|DOI / URL
|Creative Commons Licence
||A graphical null model for scaling biodiversity‐ecosystem functioning relationships
||Barry, K.E.; Pinter, G.A.; Strini, J.W.; Yang, K.; Lauko, I.G.; Schnitzer, S.A.; Clark, A.T.; Cowles, J.; Mori, A.S.; Williams, L.; Reich, P.B.; Wright, A.J.;
||Journal of Ecology
||grasslands; productivity; species richness‐area relationship; statistical scaling; upscaling
- Global biodiversity is declining at rates faster than at
any other point in human history. Experimental manipulations at small
spatial scales have demonstrated that communities with fewer species
consistently produce less biomass than higher diversity communities.
Understanding the consequences of the global extinction crisis for
ecosystem functioning requires understanding how local experimental
results are likely to change with increasing spatial and temporal scales
and from experiments to naturally assembled systems.
- Scaling across time and space in a changing world
requires baseline predictions. Here, we provide a graphical null model
for area scaling of biodiversity‐ecosystem functioning relationships
using observed macroecological patterns: the species area curve and the
biomass area curve. We use species‐area and biomass‐area curves to
predict how species richness – biomass relationships are likely to
change with increasing sampling extent. We then validate these
predictions with data from two naturally assembled ecosystems: a
Minnesota savanna and a Panamanian tropical dry forest.
- Our graphical null model predicts that
biodiversity‐ecosystem functioning relationships are scale dependent.
However, we note two important caveats. First, our results indicate an
apparent contradiction between predictions based on measurements in
biodiversity‐ecosystem functioning experiments and from scaling theory.
When ecosystem functioning is measured as per unit area (e.g., biomass m‐2),
as is common in biodiversity‐ecosystem functioning experiments, the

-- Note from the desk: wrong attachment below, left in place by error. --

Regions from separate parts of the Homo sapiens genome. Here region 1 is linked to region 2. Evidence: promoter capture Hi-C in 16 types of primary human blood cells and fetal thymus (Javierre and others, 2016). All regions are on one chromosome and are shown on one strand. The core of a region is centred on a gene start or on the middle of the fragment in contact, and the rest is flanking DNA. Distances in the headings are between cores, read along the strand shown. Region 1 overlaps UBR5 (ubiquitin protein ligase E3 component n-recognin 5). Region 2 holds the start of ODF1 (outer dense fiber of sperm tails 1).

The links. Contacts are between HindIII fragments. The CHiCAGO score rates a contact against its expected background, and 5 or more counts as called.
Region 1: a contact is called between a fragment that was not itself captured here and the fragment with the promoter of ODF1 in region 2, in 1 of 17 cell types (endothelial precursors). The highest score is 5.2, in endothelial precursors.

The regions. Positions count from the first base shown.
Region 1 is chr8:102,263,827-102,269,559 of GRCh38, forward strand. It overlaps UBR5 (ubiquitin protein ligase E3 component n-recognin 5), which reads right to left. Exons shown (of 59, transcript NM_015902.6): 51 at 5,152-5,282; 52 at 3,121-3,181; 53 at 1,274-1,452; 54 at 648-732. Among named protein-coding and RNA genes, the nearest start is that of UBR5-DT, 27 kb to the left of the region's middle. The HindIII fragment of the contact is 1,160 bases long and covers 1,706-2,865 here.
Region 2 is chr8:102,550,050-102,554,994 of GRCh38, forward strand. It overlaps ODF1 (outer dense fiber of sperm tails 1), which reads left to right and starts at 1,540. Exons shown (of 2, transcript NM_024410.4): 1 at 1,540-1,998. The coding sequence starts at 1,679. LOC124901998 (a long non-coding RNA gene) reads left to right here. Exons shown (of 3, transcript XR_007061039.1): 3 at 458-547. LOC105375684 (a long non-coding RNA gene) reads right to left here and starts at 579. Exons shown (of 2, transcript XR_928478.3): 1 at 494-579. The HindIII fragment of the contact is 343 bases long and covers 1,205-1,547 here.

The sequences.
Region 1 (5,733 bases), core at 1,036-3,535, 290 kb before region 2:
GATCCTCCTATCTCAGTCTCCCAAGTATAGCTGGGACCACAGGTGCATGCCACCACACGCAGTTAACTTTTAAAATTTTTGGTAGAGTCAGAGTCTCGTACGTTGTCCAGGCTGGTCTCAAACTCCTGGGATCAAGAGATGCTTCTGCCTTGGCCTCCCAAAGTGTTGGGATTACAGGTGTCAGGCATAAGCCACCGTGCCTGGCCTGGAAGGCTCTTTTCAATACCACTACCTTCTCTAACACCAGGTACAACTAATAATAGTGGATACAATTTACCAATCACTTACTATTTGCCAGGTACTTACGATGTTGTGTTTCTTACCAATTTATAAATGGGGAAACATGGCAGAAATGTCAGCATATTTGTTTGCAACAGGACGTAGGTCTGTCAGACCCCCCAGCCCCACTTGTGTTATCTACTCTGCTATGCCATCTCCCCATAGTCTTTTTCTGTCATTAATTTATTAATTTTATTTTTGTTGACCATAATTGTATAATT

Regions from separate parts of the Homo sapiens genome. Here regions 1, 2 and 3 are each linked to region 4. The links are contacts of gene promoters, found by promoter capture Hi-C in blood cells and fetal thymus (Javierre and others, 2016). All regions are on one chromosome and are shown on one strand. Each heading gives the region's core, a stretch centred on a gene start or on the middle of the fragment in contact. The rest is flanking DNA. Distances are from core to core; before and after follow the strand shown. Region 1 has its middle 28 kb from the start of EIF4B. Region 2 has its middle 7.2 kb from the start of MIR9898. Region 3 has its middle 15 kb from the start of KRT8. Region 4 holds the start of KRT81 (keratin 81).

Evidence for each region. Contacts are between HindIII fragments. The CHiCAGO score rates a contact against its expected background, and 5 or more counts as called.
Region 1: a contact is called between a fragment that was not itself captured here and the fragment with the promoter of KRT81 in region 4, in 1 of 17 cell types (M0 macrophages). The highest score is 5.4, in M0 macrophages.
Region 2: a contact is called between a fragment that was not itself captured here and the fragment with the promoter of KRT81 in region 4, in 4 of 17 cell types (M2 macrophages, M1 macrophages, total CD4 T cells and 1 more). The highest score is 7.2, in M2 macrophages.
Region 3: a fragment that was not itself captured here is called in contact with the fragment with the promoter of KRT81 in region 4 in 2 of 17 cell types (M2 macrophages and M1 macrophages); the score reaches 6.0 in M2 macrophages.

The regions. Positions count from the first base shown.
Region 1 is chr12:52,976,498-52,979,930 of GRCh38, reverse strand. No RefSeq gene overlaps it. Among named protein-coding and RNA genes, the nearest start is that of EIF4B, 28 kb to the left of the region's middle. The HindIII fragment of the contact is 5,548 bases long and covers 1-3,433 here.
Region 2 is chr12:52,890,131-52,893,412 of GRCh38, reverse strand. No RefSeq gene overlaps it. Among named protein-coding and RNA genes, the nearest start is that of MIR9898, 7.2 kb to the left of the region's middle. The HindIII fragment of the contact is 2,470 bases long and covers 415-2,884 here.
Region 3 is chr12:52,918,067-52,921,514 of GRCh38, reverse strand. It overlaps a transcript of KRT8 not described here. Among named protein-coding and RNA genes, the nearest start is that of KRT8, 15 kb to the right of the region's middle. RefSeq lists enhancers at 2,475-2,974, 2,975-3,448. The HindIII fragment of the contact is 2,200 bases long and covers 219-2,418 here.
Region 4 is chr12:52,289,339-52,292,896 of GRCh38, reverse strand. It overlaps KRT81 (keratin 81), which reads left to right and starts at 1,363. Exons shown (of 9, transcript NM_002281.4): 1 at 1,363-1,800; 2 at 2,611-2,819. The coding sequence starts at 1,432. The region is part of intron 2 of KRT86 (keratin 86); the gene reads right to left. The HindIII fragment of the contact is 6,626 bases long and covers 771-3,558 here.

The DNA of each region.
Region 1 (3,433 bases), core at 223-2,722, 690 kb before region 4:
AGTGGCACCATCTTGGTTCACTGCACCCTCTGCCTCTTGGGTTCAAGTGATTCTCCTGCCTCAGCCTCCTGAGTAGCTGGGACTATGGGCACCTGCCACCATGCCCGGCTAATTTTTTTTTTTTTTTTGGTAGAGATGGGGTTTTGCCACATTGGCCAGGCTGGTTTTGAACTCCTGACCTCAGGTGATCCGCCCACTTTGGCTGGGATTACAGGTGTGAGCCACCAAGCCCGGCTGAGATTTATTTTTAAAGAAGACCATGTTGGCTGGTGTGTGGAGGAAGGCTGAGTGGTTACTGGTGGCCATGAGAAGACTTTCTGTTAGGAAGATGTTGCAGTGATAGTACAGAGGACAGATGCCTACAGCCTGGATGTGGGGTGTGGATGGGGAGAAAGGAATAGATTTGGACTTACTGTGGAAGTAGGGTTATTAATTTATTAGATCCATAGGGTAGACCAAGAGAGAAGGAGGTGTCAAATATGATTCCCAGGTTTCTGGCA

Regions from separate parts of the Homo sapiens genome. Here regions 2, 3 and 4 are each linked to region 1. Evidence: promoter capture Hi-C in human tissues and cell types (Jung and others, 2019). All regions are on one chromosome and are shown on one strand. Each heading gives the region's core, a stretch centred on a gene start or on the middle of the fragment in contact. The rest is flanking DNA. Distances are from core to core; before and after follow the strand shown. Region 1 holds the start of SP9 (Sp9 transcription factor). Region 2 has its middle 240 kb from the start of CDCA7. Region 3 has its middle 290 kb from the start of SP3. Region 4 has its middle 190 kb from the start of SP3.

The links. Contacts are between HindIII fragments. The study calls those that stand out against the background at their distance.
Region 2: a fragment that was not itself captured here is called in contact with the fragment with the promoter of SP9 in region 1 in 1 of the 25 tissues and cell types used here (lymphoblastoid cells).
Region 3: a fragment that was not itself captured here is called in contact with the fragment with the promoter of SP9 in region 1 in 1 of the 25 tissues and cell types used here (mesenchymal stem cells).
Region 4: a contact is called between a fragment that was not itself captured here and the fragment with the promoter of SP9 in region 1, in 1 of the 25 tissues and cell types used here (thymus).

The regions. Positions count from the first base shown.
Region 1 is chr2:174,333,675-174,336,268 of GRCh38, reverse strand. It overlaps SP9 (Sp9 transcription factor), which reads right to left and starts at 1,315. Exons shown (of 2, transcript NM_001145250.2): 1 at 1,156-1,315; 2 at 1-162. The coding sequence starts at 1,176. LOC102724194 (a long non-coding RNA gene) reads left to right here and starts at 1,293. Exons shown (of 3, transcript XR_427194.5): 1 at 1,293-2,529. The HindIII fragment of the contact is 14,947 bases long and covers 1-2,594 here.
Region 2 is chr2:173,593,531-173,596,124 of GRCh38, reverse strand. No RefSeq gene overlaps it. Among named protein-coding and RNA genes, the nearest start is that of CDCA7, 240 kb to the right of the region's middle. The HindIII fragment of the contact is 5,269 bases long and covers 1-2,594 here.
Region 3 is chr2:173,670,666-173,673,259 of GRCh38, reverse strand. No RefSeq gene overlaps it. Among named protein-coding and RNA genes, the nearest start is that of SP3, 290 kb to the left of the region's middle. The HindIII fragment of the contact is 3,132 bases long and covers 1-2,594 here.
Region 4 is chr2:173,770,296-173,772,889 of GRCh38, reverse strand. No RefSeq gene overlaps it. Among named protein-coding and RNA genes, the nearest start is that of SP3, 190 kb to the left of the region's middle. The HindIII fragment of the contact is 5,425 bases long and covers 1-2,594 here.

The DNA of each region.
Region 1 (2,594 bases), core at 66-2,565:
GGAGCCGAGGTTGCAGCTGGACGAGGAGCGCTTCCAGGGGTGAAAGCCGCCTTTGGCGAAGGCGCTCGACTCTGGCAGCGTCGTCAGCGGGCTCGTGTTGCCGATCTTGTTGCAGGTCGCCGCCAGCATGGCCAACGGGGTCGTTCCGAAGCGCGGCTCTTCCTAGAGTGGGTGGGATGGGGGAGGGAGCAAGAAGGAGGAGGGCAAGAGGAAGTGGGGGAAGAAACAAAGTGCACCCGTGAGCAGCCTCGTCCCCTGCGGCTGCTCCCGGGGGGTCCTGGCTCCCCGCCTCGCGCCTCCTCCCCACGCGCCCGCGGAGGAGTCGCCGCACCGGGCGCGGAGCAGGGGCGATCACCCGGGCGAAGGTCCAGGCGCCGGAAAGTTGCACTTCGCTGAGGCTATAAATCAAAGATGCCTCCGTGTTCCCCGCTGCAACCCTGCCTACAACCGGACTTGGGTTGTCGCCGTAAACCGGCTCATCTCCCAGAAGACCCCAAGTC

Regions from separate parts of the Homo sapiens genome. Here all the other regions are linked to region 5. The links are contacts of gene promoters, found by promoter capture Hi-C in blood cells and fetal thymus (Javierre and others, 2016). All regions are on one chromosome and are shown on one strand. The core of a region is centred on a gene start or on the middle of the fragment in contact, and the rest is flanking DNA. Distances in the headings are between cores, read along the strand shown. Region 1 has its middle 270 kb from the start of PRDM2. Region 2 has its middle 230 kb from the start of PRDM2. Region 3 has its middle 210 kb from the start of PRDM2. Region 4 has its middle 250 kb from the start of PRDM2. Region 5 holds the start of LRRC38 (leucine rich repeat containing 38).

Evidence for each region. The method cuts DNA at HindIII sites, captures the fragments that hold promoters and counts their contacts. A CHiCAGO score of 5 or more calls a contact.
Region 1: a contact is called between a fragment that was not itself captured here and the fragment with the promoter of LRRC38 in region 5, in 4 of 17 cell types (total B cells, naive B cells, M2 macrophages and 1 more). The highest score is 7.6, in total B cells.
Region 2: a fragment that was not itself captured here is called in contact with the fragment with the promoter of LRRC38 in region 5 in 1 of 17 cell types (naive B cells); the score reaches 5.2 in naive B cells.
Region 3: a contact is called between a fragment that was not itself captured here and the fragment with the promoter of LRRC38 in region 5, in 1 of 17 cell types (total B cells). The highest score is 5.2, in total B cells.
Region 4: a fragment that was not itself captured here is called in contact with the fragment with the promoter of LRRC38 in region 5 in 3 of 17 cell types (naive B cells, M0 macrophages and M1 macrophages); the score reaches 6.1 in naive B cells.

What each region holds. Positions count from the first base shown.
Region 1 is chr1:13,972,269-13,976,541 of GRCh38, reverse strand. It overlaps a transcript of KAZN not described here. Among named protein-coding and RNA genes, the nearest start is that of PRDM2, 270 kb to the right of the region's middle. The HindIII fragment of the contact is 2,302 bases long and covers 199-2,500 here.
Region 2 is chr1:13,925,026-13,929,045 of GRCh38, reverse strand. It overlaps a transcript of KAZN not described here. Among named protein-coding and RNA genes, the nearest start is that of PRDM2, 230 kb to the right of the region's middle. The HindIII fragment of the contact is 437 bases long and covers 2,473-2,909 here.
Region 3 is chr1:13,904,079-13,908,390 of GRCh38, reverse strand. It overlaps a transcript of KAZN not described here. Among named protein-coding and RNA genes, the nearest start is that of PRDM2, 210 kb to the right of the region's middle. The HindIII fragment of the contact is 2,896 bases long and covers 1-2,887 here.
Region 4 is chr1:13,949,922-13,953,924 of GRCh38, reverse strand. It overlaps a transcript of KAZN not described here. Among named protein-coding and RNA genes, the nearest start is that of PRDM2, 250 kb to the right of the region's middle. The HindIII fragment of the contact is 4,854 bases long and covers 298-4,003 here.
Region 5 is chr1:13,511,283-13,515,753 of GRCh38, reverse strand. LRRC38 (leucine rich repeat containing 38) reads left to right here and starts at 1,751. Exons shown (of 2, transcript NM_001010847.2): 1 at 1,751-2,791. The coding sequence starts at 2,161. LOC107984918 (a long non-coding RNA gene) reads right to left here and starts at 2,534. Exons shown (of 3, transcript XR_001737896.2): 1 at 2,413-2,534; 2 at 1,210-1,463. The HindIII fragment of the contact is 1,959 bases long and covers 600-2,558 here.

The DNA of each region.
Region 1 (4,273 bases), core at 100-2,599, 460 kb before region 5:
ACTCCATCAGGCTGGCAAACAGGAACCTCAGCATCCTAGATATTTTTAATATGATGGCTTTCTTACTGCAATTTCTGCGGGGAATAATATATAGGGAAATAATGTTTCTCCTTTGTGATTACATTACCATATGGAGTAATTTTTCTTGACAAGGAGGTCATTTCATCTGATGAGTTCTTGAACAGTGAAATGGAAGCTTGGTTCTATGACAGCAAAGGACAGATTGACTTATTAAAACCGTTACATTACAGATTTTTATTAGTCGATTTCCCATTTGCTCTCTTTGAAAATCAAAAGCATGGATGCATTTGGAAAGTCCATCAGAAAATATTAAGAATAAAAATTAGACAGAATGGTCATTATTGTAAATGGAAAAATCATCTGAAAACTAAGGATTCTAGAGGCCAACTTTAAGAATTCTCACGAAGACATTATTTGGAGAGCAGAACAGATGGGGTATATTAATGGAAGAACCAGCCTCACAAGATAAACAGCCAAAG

slope of the biodiversity ecosystem functioning relationship should
decrease with increasing scale. Alternatively, when ecosystem
functioning is not measured per unit area (e.g., summed total
biomass), as is common in scaling studies, the slope of the
biodiversity‐ecosystem functioning relationship should increase with
increasing spatial scale. Second, the underlying macroecological
patterns of biodiversity experiments are predictably different from some
naturally assembled systems. These differences between the underlying
patterns of experiments and naturally assembled systems may enable us to
better understand when patterns from biodiversity‐ecosystem functioning
experiments will be valid in naturally assembled systems.
- This paper provides a simple graphical null model that
can be extended to any relationship between biodiversity and any
ecosystem functioning across space or time. Further, these predictions
provide crucial insights into how and when we may be able to extend
results from small scale biodiversity experiments to naturally assembled
regional and global ecosystems where biodiversity is changing.
|Persistent UFZ Identifier
|Barry, K.E., Pinter, G.A., Strini, J.W., Yang, K., Lauko, I.G., Schnitzer, S.A., Clark, A.T., Cowles, J., Mori, A.S., Williams, L., Reich, P.B., Wright, A.J. (2021):
A graphical null model for scaling biodiversity‐ecosystem functioning relationships
J. Ecol. 109 (3), 1549 - 1560